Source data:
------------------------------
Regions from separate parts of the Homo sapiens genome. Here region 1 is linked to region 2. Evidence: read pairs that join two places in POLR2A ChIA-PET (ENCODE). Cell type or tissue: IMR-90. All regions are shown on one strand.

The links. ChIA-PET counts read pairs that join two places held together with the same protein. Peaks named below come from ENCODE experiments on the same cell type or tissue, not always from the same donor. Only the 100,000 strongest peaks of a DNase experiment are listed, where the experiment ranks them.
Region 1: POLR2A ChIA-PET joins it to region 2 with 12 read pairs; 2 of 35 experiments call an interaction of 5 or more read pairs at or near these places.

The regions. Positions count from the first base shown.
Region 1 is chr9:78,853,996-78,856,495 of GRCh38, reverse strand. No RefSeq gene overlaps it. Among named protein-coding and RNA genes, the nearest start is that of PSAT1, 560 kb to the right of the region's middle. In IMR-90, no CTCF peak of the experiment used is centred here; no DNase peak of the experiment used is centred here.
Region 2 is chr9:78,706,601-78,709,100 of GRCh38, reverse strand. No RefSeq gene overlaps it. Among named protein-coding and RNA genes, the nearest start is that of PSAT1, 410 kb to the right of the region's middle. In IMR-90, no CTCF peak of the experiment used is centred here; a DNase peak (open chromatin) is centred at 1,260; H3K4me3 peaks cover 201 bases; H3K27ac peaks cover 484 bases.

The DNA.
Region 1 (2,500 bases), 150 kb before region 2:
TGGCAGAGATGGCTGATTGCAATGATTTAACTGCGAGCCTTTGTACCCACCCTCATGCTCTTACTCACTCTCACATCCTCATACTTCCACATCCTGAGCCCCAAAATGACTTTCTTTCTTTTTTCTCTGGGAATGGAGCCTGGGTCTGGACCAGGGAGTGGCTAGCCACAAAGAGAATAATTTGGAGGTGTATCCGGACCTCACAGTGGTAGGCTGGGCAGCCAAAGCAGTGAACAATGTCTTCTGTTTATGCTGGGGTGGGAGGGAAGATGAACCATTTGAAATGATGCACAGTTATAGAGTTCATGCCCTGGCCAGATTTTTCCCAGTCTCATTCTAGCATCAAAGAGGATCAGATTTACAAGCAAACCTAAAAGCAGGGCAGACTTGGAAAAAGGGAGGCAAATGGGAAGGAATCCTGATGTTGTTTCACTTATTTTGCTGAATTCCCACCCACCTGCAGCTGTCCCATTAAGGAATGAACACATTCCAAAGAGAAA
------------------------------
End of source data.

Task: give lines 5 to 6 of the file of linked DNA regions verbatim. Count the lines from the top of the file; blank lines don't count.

Region 1 is chr9:78,853,996-78,856,495 of GRCh38, reverse strand. No RefSeq gene overlaps it. Among named protein-coding and RNA genes, the nearest start is that of PSAT1, 560 kb to the right of the region's middle. In IMR-90, no CTCF peak of the experiment used is centred here; no DNase peak of the experiment used is centred here.
Region 2 is chr9:78,706,601-78,709,100 of GRCh38, reverse strand. No RefSeq gene overlaps it. Among named protein-coding and RNA genes, the nearest start is that of PSAT1, 410 kb to the right of the region's middle. In IMR-90, no CTCF peak of the experiment used is centred here; a DNase peak (open chromatin) is centred at 1,260; H3K4me3 peaks cover 201 bases; H3K27ac peaks cover 484 bases.